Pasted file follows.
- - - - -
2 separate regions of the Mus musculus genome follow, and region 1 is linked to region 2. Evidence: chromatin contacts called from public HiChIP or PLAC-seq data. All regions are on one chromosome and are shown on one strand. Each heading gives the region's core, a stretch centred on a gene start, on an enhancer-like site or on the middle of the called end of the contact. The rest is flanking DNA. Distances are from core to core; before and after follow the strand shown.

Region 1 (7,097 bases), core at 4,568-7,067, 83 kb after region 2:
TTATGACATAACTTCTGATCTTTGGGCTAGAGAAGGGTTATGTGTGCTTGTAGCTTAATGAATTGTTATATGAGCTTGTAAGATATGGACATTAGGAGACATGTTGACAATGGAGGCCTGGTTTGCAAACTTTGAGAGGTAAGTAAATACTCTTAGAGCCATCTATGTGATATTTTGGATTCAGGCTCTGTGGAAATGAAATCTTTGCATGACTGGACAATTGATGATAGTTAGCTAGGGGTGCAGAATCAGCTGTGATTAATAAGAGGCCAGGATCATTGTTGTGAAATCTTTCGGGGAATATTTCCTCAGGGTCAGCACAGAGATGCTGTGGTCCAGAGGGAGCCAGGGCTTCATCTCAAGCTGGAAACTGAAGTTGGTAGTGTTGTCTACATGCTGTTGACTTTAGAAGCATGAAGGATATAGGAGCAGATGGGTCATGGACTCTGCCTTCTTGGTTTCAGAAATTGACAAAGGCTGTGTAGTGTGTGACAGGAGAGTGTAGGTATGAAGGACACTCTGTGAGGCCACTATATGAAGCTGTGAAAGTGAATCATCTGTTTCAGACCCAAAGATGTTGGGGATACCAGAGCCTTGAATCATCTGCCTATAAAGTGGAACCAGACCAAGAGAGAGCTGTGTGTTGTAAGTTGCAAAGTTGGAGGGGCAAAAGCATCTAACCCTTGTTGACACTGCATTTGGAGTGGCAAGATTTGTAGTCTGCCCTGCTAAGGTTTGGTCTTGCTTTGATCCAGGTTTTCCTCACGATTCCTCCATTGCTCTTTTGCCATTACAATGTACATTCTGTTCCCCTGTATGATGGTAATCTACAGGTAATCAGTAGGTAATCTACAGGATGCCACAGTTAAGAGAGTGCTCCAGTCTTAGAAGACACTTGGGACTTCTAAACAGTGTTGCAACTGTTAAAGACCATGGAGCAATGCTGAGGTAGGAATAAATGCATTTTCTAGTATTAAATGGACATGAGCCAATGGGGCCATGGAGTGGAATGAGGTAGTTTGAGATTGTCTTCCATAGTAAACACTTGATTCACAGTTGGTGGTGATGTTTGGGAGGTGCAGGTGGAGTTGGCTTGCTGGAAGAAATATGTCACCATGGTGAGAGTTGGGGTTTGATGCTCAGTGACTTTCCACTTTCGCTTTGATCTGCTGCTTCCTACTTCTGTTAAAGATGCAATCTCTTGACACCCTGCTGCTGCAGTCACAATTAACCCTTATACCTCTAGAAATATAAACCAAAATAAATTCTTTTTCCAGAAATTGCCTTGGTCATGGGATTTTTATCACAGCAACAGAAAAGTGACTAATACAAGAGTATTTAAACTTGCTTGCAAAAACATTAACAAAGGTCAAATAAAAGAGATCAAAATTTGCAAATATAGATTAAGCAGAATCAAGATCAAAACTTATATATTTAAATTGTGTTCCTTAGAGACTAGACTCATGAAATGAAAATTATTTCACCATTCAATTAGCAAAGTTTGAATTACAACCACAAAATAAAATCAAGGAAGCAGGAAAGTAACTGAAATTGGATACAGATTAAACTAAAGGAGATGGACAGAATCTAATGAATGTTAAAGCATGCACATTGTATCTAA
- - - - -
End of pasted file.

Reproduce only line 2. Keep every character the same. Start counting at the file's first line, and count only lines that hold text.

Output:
Region 1 (7,097 bases), core at 4,568-7,067, 83 kb after region 2: